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New England Patriots Links 6/15/11 - Tedy Bruschi's Youth Camp Brings Players To Gillette

Mike Reiss talks football and hockey with Tedy Bruschi. Here' part of the interview:

Thoughts on the Patriots’ informal workouts at Boston College. "It was around the same time when the [annual mandatory] three-day minicamp usually is, and they did it for three days, and then you say goodbye for your last little vacation. I don’t think there was any coincidence with that. We’ve had players in the past, here, that weren’t a part of offseason programs but they always came back for those three days. To have that participation they had for those three days, I think that kept it regular for them."

The value of those informal workouts. "Talking to the guys, I think they got a lot out of it. It can be productive if you have guys that know what they’re doing that are arranging it. Tom [Brady] was that guy, Jerod [Mayo] was that guy, Vince [Wilfork] was that guy." On the NFL labor situation. "I’m getting optimistic and so are some of the guys, having talked to them. They’re hearing the same thing, it looks like a few weeks maybe, or something like that."

The Patriots’ ‘advantage’ in the lockout. "There is a strong advantage. I think it’s obvious, to be comfortable with the system, with your coaching staff. I remember getting used to Pete Carroll, getting used to Coach Belichick, and it took a little bit of time with what [they] wanted and what was expected of me. Then learning the system they wanted to implement. There is a little bit of a process. How long does that take? Not having that, I think you’re ahead of the curve."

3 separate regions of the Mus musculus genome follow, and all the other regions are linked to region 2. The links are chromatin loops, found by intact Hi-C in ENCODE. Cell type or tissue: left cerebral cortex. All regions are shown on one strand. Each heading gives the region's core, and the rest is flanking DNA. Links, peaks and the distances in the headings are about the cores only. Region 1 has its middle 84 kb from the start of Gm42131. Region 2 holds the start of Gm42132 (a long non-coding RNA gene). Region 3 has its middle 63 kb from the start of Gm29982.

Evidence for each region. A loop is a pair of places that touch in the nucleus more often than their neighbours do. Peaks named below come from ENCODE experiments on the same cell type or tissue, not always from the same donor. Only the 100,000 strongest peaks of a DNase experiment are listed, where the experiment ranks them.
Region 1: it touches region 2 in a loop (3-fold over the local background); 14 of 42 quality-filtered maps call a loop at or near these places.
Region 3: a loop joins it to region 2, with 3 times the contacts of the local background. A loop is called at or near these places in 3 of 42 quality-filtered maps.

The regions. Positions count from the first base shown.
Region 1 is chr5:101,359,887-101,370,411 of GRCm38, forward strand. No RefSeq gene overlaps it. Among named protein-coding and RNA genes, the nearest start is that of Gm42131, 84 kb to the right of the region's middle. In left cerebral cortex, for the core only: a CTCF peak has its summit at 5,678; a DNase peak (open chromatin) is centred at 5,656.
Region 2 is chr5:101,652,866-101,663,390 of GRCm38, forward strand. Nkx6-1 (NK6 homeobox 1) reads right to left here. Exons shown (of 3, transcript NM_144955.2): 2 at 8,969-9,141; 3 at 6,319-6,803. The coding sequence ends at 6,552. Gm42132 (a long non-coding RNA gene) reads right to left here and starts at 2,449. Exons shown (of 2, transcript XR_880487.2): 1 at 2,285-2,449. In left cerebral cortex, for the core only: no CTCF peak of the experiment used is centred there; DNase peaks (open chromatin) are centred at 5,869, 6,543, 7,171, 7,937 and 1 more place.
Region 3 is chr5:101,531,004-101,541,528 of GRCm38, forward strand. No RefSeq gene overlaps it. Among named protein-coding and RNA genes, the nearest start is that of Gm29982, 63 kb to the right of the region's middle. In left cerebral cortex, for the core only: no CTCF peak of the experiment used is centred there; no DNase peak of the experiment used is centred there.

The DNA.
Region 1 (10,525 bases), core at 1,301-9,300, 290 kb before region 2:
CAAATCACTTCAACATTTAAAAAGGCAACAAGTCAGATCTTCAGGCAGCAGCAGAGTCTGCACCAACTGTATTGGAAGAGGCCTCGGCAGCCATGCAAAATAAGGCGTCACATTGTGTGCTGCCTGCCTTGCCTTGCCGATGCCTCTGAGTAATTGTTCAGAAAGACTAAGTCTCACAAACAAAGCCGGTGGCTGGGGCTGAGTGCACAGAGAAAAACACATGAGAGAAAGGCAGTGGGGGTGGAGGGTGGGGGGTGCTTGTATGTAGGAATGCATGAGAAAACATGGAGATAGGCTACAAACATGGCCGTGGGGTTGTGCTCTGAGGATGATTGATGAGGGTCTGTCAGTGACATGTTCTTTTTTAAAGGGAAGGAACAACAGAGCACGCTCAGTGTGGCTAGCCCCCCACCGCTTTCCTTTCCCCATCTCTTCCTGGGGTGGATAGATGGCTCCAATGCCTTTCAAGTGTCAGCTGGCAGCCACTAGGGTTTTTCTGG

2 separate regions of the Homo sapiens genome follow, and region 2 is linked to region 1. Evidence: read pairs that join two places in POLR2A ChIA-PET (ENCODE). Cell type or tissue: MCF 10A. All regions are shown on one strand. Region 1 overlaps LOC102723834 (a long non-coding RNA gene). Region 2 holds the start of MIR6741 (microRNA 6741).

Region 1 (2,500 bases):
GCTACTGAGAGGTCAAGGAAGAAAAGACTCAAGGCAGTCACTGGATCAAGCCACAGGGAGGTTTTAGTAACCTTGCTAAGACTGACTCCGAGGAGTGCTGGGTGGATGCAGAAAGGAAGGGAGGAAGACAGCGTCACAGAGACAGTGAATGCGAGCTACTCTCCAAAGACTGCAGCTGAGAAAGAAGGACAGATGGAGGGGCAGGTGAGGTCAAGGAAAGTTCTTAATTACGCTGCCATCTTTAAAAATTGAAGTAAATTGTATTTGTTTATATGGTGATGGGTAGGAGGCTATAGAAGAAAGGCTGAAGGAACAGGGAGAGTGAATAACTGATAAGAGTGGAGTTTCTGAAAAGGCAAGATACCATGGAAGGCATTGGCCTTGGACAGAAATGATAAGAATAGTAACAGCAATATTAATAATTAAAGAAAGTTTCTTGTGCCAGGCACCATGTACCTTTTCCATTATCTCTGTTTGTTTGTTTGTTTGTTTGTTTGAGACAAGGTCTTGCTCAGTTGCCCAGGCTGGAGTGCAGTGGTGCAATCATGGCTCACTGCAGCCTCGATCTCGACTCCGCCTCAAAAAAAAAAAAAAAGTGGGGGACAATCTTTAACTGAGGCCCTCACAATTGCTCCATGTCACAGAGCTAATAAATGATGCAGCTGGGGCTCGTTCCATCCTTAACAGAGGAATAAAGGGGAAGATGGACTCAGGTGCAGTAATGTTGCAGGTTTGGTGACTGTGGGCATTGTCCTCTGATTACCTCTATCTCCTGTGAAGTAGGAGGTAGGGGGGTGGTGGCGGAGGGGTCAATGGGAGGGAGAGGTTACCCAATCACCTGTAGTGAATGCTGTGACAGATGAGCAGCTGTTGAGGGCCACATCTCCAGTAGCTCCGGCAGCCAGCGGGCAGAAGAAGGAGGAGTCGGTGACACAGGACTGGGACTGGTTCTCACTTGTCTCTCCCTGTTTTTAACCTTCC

Hosting his minicamp for the fourth year. "It’s a great camp for us. I’m sure it feels good for Jerod [Mayo] and Stephen [Gostkowski] also, to be on the field a little bit, since they haven’t been on the field in so long, since March. For the kids, they all had to do something to get here – write an essay on what’s important to them, goals, sports-oriented, and I think it’s good for them to get it down on paper so they know what the formula is to achieve what they want to achieve."

Nolan Nawrocki (Pro Football Weekly) Matching passing talent to schemes keys QB success.

4. New England Patriots (AFC):  New offensive coordinator Bill O'Brien has gained increased responsibility each year since he arrived as an offensive assistant in 2007, working with the receivers, quarterbacks and helping coordinate the offense the past two years after Josh McDaniels departed. Bill Belichick remains significantly involved in streamlining packages, but O'Brien deserves a share of the credit for Tom Brady's NFL-best 36-4 TD-to-interception ratio last season. The early season trade of Randy Moss placed a greater emphasis on the Patriots' two rookie tight ends, with Aaron Hernandez filling a stretch-the-seam role until he got hurt. Wes Welker, Deion Branch and Danny Woodhead thrive in the Patriots' offense because they are quick, crafty and can be trusted to cut off routes at the exact length — a huge part of the reason for Brady's NFL-low interception total. Brady will take deep shots, but is at his best exploiting matchups with a precision passing game.